Pregnancy Disorders can Lead to More Hot Flashes

by Hannah Joy on  October 4, 2018 at 2:55 PM Women Health News
RSS Email Print This Page Comment bookmark
Font : A-A+

Pregnant women with a history of hypertensive disorders and gestational diabetes were found to be at a greater risk of hot flashes during menopause.

Study results will be presented during The North American Menopause Society (NAMS) Annual Meeting in San Diego.
Pregnancy Disorders can Lead to More Hot Flashes
Pregnancy Disorders can Lead to More Hot Flashes

It is estimated that among 60% to 80% of women experience hot flashes as part of menopause. Since hot flashes have been associated with vascular endothelial dysfunction, as have hypertensive disorders of pregnancy and gestational diabetes, researchers involved in the new study hypothesized that such pregnancy disorders could lead to a greater number of hot flashes during menopause.

Data from more than 2,200 women who participated in the Study of Women's Health Across the Nation (SWAN) study was gathered as part of the research.

The study concluded that hypertensive disorders of pregnancy and gestational diabetes may be modestly associated with a greater number of hot flashes. Women who had never been pregnant, in contrast, were found to have fewer hot flashes.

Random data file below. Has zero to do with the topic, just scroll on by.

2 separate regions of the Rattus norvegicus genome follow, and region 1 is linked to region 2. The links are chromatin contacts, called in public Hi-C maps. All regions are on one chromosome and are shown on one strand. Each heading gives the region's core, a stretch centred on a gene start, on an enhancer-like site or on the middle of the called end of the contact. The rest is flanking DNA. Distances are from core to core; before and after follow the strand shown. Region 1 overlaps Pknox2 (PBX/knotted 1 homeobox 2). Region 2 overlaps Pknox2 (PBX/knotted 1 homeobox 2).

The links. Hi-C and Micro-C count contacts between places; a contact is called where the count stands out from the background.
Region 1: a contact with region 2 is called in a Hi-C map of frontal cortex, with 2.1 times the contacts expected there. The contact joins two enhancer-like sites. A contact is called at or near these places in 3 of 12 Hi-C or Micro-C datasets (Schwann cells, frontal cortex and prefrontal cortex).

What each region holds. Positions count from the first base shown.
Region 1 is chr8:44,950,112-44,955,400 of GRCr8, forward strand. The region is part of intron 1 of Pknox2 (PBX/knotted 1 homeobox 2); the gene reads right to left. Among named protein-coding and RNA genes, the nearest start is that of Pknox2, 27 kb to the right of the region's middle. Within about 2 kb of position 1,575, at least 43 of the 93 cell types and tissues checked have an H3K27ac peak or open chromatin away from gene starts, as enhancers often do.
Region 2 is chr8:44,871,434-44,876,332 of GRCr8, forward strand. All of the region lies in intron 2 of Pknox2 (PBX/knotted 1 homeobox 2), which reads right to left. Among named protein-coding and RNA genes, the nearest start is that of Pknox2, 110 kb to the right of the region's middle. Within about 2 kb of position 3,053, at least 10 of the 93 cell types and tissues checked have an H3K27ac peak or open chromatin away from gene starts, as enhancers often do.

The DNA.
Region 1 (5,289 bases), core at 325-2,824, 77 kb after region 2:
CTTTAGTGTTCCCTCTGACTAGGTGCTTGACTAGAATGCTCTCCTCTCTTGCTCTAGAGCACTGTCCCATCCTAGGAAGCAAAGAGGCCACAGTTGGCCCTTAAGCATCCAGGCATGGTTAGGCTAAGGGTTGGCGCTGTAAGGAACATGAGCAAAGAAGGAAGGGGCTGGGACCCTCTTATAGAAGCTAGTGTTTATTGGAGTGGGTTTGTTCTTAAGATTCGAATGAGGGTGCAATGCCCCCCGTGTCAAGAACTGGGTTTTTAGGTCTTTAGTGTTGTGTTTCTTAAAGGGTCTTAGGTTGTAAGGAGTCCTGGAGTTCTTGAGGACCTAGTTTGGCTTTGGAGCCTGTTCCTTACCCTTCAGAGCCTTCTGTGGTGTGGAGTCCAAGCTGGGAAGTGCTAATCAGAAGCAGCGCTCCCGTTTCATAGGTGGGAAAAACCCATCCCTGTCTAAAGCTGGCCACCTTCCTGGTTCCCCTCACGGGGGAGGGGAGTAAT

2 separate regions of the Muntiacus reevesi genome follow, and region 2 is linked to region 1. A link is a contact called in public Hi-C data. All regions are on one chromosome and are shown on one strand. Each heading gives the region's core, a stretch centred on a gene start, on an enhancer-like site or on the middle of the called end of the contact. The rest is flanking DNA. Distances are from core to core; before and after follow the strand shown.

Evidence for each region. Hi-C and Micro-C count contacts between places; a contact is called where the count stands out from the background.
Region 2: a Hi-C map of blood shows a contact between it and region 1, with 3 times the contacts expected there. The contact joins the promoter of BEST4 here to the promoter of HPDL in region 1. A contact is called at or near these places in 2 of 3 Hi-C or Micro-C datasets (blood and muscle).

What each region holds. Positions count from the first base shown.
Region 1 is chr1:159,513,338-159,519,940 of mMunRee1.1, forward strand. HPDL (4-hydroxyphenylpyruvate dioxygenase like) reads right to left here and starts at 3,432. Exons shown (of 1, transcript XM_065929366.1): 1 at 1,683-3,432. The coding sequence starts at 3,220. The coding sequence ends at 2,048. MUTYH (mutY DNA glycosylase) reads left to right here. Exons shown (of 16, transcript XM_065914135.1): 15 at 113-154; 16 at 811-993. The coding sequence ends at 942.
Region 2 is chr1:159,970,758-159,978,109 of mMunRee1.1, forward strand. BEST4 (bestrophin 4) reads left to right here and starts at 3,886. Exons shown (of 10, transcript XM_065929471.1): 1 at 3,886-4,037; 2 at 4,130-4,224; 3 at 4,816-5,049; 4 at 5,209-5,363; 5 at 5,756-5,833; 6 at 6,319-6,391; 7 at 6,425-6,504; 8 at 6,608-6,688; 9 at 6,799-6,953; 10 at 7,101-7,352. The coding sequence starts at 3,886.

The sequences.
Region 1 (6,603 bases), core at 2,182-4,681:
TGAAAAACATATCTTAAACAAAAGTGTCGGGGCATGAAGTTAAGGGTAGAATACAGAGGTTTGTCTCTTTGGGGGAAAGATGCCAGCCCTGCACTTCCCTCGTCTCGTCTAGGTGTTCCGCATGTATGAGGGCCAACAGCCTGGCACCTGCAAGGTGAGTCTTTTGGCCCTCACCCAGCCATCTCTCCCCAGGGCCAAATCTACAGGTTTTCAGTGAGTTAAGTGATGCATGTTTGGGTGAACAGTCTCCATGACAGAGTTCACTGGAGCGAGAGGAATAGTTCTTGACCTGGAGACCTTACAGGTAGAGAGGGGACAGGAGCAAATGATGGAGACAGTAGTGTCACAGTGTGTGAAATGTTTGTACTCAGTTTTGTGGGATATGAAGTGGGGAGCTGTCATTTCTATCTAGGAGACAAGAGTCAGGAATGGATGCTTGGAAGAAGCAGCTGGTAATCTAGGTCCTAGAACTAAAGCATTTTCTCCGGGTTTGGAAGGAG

The study additionally identified the important role of education and other social factors in influencing pregnancy outcomes and hot flashes.

"This study further underscores the importance of pregnancy complications such as gestational diabetes and pre-eclampsia for later health, particularly cardiovascular health at midlife. Women with a history of these pregnancy disorders were heavier and more likely to be taking lipid-lowering medications and diabetes medications," says Dr. Rhoda Conant, lead author of the study from the University of Oklahoma Health Science Center.

"With so many women affected by hot flashes, healthcare providers need to understand all the underlying risk factors that could influence hot flashes at the time of menopause, says Dr. JoAnn Pinkerton, NAMS executive director.



Source: Eurekalert

Post a Comment

Comments should be on the topic and should not be abusive. The editorial team reserves the right to review and moderate the comments posted on the site.
Notify me when reply is posted
I agree to the terms and conditions
Advertisement

Recommended Reading

More News on:

Trimester of pregnancy Pregnancy and Exercise Home Pregnancy Test Pregnancy Psychological Changes In Pregnancy Drugs in Pregnancy and Lactation Breech Presentation and Delivery Air travel: To fly or not to fly Pregnancy and Antenatal Care AIDS and Pregnancy 

News A - Z

A B C D E F G H I J K L M N O P Q R S T U V W X Y Z

News Search

Medindia Newsletters

Subscribe to our Free Newsletters!

Terms & Conditions and Privacy Policy.

Find a Doctor

Stay Connected

  • Available on the Android Market
  • Available on the App Store

News Category

News Archive